It’s been said that health has more of an impact on our happiness than anything else. Some say financial contentment follows close behind, which makes the beginning of the year a perfect time to look at how we can improve our financial well-being.
Do you know the ABCDs of Medicare? The basic components are: Part A = Hospital coverage; Part B = Medical Insurance (for non-hospital health care coverage); Part C = Advantage Plans; and Part D = Drug coverage. There are two main paths to get Medicare, “Original Medicare” or “Medicare Advantage.” You need to be enrolled in Medicare Parts A & B for either path.
Original Medicare’s Parts A & B generally cover 80% of the costs incurred. To fill the 20% gap, you purchase a Medicare Supplement Plan (“Medigap”) and a Part D prescription plan. Most of your care will be covered if you use providers who accept Medicare. If you use non- Medicare accepting providers, you will be responsible for any charge beyond what Medicare approves. You will pay for Part B, for the Supplemental, and for Part D. You may pay a small deductible and you will have drug co-pays.
Advantage Plans (Part C) are offered by insurance companies with a contractual agreement with Medicare to provide most of your Part A & B coverage. Medicare pays the insurer per enrollee. Advantage plans cover specific service areas and you have to live in that area and use service providers who accept the plan. Advantage plans may offer no or low-cost monthly premiums and often include Part D prescription coverage and may offer other incentives, but there are co-pays and annual out-of-pocket limits which can be substantial.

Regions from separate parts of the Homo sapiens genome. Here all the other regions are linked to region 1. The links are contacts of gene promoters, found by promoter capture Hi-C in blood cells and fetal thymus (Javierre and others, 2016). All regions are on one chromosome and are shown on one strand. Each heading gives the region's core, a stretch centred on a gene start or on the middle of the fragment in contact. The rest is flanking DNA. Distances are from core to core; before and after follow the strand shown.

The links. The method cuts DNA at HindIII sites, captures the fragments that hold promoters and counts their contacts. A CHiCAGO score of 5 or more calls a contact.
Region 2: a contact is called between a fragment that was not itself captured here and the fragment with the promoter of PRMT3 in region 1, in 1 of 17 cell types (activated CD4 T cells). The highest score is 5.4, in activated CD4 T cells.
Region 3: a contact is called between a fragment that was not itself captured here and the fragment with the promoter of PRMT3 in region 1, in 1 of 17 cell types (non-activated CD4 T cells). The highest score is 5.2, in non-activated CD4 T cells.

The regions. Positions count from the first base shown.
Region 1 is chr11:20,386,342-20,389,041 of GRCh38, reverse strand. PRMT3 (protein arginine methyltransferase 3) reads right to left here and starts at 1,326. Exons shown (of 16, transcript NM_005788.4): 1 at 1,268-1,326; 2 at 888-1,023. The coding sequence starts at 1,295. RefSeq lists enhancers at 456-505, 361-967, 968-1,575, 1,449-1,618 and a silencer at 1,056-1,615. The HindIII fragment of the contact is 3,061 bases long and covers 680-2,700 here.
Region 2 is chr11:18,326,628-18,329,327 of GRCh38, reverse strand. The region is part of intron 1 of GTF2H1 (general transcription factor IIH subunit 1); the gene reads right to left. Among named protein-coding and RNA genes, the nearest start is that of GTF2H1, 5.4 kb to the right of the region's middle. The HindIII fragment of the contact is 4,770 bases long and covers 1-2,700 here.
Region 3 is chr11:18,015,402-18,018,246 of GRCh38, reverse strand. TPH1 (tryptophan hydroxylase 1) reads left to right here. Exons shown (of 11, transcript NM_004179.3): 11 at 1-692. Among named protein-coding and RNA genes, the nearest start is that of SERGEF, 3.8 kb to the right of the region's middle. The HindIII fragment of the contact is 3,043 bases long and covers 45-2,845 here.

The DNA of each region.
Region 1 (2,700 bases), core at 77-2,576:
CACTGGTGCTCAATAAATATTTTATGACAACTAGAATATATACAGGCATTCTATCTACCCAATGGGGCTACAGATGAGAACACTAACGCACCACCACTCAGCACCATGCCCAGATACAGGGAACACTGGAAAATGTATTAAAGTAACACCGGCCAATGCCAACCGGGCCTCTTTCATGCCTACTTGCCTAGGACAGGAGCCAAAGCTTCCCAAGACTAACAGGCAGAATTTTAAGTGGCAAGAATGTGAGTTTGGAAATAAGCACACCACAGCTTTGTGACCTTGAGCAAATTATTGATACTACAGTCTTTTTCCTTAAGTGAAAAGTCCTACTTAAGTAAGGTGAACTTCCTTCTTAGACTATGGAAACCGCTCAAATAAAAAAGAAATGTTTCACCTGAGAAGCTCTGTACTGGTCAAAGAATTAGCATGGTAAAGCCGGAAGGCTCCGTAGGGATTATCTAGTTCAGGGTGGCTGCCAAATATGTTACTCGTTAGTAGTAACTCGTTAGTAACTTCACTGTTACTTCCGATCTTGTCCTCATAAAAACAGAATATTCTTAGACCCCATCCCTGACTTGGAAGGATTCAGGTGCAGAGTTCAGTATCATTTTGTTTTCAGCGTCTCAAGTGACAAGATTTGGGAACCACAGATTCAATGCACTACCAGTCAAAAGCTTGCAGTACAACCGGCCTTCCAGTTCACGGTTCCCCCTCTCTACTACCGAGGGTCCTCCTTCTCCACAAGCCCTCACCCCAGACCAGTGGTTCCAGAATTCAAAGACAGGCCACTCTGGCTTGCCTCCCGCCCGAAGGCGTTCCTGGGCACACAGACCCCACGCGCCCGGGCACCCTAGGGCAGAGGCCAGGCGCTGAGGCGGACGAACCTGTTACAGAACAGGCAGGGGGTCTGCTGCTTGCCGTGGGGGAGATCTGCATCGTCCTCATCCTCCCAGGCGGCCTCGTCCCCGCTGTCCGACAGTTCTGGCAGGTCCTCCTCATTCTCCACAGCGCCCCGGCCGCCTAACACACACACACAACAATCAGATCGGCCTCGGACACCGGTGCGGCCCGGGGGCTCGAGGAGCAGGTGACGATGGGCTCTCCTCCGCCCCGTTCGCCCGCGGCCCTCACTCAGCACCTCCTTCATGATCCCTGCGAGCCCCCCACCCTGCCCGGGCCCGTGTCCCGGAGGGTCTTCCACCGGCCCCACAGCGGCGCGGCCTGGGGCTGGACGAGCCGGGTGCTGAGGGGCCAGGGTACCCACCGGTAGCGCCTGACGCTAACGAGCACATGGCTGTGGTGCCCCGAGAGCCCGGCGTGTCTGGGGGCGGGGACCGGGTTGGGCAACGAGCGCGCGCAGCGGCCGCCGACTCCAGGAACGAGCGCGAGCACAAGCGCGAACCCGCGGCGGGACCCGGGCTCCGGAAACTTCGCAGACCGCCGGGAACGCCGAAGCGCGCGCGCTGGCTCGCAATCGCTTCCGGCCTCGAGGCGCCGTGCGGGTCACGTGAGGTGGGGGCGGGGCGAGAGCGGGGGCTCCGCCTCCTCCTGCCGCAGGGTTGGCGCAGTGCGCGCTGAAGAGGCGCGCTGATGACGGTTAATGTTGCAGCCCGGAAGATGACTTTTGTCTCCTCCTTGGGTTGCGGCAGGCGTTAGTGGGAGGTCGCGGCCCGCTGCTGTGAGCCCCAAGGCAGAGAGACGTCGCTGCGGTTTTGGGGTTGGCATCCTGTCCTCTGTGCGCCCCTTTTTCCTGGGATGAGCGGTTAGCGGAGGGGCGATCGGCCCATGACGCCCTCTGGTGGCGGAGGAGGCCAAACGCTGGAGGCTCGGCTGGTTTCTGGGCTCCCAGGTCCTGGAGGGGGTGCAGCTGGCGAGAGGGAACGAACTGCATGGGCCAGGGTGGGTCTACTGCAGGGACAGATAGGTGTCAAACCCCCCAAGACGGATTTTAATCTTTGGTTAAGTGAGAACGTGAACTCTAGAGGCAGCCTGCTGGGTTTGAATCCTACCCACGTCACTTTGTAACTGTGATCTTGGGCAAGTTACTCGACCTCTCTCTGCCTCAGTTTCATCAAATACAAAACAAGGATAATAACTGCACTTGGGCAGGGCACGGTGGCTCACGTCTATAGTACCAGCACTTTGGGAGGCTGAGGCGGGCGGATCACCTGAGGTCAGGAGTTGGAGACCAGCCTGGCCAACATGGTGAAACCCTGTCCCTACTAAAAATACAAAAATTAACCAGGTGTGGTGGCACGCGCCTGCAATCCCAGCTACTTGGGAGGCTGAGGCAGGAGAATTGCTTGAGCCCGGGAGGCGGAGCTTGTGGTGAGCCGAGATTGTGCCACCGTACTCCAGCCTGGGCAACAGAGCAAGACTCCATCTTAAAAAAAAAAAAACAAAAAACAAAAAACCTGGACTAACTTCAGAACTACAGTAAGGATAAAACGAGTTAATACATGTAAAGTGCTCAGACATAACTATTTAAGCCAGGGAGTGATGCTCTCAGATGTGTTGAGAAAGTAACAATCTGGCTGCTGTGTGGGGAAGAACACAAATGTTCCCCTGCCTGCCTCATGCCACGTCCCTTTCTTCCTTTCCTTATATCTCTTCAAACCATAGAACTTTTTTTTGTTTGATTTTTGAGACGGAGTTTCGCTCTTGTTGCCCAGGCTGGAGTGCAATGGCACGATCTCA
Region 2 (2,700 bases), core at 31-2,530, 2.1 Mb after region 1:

Medicare is complicated.
Both paths to coverage have pros and cons. The above only shows basic differences between Original Medicare and Medicare Advantage Plans. One item to note is, if you decide to switch to Original Medicare after your 12-month trial period in an Advantage plan, you may lose your guaranteed coverage for a Medicare Supplement plan, which means you may need to undergo medical screening to determine your eligibility.
The “Medicare & You 2022” booklet explains the coverage types, rules, options, etc. If you didn’t receive the booklet by mail, go to medicare.gov/pub/medicare-you-handbook. Free personalized counseling from your State Health Insurance Assistance Program (SHIP) is available in every state. In Kansas, call SHICK at 1-800- 860-5260 or in Missouri, call CLAIM at 1-800-390-3330.
Don’t wait until the last minute to educate yourself or to enroll!
Medicare’s 2021 Annual Open Enrollment is Oct 15th to December 7th. When you know what path might work best for you, discuss your options with a trusted insurance agent or broker to enroll in what appears to be the best choice for you.